Comparative volatile oil composition of four Ocimum species from northern India. Nat Prod Res

Central Institute of Medicinal and Aromatic Plants (CIMAP, CSIR), Research Centre, Pantnagar 263 149, Uttarakhand, India.
Natural product research (Impact Factor: 0.92). 03/2011; 25(6):569-75. DOI: 10.1080/14786419.2010.482936
Source: PubMed


The hydrodistilled essential oils of Ocimum basilicum L. cvs. 'Vikarsudha' and 'CIM-Soumya', Ocimum sanctum L. cvs. 'Green' (CIM-Ayu) and 'Purple', Ocimum gratissimum L. and Ocimum kilimandscharicum Guerke have been studied by capillary gas chromatography (GC) and gas chromatography-mass spectrometry (GC-MS). Phenylpropanoids (65.2-77.6%) constituted the major proportion of the essential oil compositions of O. sanctum, O. basilicum and O. gratissimum, whilst oxygenated monoterpenes (72.7%) constituted the major proportion of the oil composition of O. kilimandscharicum. The essential oil compositions of cvs. 'Green' and 'Purple' of O. sanctum were almost the same, and both cultivars were dominated by eugenol (67.4% and 72.8%), β-elemene (11.0% and 10.9%), β-caryophyllene (7.3% and 8.4%) and germacrene D (2.4% and 2.2%), whilst the major components in O. basilicum cvs. 'Vikarsudha' and 'CIM-Soumya' were methyl chavicol (68.0% and 64.9%) and linalool (21.9% and 25.6%), along with bicyclogermacrene (2.0% and 0.7%) and α-terpineol (1.2% and 0.1%). Eugenol (77.2%), 1,8-cineole (7.6%), germacrene D (2.7%) and β-caryophyllene (1.7%) were identified as the major constituents of O. gratissimum. On the contrary, the essential oil from O. kilimandscharicum was mainly dominated by monoterpenoids (95.8%), represented by camphor (64.9%), limonene (8.7%), camphene (6.4%) and (E)-β-ocimene (3.0%).

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    • "O. canum was a subject of extensive investigation in many previous communications; camphor (Xaasan et al., 1981; Chagonda et al., 2000; Tonzibo et al., 2008), 1,8-cineole (Tchoumbougnang et al., 2006; Hassane et al., 2011), linalool (Yayi et al., 2001), terpinen-4-ol (Yayi et al., 2001), citral (Bunrathep et al., 2007), anisole and methyl-(E)-cinnamate (Vieira and Simon, 2006). Similarly, O. kilimandscharicum has been reported with high camphor proportion from various locations (Garg et al., 2004; Kumar et al., 2009; Runyoro et al., 2010; Padalia and Verma, 2011). Till date, no camphor enantiomer separation has been reported from Ocimum species. "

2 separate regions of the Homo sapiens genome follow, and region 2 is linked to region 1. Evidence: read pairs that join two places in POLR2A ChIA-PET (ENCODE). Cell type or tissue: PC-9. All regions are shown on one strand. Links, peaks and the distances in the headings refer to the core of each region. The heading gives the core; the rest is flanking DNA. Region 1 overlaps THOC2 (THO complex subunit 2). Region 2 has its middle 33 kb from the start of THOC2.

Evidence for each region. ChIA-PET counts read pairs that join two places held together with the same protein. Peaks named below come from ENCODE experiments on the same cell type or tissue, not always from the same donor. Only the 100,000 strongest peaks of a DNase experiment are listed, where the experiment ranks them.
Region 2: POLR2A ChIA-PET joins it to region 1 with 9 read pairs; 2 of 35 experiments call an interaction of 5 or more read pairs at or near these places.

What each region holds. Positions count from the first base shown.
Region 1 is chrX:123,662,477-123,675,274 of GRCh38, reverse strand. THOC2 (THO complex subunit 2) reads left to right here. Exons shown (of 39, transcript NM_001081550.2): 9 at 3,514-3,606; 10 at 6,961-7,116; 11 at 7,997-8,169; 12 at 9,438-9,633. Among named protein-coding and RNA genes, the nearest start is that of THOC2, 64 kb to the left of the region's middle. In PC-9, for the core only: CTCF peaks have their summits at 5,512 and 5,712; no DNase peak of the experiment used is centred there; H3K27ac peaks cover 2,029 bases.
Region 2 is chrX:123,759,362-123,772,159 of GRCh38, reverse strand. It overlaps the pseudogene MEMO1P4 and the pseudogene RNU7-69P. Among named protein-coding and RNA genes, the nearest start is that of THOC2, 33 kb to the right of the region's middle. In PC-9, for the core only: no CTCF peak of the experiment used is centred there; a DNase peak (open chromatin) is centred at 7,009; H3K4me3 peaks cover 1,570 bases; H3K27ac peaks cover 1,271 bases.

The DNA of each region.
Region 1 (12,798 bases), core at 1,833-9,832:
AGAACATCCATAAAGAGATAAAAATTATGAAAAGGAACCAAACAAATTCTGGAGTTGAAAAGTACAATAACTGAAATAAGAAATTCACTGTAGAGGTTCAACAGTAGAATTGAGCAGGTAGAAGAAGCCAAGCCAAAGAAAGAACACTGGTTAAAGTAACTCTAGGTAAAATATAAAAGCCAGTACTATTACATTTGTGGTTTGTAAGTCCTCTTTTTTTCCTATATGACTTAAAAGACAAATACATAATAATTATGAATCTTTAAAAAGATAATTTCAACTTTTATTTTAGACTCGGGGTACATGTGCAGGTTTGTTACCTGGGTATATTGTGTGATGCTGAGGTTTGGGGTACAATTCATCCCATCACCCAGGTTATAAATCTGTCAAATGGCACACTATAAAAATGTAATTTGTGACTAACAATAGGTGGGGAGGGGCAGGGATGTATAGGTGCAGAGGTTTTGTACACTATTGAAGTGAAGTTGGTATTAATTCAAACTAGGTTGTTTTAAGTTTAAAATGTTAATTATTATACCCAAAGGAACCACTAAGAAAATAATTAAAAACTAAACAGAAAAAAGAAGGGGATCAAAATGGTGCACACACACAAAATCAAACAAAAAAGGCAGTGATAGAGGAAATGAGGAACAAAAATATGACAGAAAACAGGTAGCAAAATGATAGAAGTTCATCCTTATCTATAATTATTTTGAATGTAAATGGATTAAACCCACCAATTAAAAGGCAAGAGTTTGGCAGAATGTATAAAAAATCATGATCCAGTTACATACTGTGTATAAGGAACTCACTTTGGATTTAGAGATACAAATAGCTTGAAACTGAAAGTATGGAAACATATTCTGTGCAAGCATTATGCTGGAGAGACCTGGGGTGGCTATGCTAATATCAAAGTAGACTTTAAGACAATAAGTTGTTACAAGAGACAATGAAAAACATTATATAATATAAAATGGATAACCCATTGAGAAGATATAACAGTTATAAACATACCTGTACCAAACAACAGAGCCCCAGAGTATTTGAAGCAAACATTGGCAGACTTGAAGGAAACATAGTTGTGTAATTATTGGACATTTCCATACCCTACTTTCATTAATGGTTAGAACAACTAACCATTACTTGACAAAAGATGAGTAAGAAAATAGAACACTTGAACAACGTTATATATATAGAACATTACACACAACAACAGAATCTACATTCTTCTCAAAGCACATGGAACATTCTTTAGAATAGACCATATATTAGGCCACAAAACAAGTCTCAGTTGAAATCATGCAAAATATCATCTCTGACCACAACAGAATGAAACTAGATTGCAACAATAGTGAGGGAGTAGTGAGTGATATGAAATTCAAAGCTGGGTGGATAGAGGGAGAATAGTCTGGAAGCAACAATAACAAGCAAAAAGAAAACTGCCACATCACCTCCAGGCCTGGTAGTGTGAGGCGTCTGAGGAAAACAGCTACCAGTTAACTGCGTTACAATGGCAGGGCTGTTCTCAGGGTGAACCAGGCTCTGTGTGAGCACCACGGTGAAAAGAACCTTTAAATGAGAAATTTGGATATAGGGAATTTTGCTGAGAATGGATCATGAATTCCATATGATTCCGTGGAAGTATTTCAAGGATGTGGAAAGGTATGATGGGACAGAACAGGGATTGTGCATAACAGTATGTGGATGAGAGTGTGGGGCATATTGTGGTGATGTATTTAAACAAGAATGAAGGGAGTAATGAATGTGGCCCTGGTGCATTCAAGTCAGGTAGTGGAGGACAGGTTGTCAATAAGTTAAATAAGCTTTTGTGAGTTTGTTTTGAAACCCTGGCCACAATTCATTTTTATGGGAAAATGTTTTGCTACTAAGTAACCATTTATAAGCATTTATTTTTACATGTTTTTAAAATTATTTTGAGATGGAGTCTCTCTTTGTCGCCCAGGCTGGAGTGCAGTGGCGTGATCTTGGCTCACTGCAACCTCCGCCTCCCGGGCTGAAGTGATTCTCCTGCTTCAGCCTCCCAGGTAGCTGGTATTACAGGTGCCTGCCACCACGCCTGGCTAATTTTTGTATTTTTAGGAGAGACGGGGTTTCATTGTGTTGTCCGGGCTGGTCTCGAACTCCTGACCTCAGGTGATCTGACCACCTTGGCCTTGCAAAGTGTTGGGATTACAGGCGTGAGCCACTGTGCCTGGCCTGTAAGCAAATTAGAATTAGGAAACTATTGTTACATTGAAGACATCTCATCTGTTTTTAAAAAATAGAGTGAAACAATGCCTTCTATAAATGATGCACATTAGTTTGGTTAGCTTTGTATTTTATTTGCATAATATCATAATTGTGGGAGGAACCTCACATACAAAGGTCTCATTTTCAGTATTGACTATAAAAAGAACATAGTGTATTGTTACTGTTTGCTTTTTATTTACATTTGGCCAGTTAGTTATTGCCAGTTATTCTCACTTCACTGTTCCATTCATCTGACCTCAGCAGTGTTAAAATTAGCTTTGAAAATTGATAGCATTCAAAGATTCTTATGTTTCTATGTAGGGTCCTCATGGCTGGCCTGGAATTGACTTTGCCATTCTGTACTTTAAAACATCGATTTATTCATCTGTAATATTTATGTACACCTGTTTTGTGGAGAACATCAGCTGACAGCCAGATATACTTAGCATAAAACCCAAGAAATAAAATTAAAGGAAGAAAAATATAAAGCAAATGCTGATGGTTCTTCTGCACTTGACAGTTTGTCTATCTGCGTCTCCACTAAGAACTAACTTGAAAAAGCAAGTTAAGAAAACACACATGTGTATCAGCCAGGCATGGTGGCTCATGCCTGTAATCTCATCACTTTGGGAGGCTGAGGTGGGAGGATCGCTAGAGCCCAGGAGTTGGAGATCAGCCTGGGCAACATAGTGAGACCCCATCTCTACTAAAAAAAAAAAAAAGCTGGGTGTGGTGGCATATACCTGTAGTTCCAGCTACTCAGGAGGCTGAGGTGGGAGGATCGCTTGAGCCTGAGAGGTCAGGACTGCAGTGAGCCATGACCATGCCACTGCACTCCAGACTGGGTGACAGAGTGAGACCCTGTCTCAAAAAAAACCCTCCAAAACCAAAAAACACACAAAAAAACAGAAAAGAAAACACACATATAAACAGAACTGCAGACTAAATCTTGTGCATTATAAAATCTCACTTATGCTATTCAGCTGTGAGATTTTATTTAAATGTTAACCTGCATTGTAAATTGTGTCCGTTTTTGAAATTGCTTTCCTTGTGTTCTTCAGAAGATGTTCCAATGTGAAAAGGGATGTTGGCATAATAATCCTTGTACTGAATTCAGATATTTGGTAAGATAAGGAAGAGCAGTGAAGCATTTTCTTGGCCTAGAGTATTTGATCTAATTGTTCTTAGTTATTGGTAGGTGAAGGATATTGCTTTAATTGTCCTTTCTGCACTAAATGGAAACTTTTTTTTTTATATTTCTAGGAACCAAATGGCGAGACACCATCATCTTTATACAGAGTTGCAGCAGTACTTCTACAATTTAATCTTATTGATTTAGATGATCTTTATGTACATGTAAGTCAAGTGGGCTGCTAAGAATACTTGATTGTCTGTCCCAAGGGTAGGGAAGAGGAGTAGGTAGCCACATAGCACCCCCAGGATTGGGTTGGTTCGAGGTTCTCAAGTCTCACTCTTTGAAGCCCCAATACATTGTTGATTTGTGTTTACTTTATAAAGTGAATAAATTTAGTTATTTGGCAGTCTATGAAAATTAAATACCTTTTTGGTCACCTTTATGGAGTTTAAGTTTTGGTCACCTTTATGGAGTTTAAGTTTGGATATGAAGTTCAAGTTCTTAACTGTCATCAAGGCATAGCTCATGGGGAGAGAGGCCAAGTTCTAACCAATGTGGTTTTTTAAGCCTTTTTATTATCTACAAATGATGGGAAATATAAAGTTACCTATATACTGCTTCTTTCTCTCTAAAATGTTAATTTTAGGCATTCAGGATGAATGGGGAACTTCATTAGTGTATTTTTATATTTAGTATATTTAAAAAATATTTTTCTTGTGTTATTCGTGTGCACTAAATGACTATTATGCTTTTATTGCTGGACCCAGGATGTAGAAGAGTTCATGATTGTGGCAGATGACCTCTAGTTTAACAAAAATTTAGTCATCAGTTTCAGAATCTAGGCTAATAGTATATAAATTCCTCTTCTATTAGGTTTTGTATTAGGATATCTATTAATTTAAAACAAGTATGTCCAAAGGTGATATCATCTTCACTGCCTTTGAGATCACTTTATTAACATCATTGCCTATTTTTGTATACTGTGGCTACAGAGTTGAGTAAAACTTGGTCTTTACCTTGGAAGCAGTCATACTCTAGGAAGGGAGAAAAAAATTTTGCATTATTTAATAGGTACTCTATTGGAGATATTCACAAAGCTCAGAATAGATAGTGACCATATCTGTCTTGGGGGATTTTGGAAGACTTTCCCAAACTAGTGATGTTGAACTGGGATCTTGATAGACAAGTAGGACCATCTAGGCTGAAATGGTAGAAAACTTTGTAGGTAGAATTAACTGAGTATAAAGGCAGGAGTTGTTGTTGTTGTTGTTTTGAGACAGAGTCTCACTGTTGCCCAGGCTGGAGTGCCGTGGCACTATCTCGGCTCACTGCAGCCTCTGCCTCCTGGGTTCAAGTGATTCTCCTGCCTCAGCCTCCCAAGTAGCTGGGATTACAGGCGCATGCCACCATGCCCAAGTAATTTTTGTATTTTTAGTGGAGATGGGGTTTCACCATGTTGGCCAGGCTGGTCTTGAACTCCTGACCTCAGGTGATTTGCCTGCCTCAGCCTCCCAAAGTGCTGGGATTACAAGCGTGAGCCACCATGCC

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    ABSTRACT: Essential oil extracted from aerial parts of two Ocimum species (O. canum and O. kilimandscharicum) wasinvestigated using gas chromatography and gas chromatography/mass spectrometry techniques on DB-5(5% diphenyl-95% dimethylpolysiloxane) and �-cyclodextrin (6-tertiarybutyldimethylsiliyl-2,3-diethyl-�-cyclodextrin) capillary columns. Essential oil extracted from O. canum contained camphor, limonene,camphene and myrtenol as most abundant constituents among monoterpenoids, whereas �-selinene,�-selinene, maaliol and �-caryophyllene were identified under sesquiterpenoids class. On contrary, twofolds higher camphor was recorded in O. kilimandscharicum. Maaliol (6.4%) was characterized in O. canumfor the first time with the help of extensive 1D and 2D-NMR experiments. Therefore, maaliol can beconsidered as a marker constituent to differentiate both the camphor rich oils. Further, when the oils weresubjected to chiral analysis on �-cyclodextrin column; a high enantiomeric excess for (1R)-(+)-camphorwas recorded. This revealed a close relationship between these two species in terms of biosynthesisof single enantiomer. Apart from analysis, oils were assessed for antifungal activity against Rhizoctoniasolani and Choanephora cucurbitarum. O. kilimandscharicum exhibited a complete inhibition against R.solani and C. cucurbitarum while O. canum was only effective against R. solani.
    Full-text · Article · Aug 2013 · Industrial Crops and Products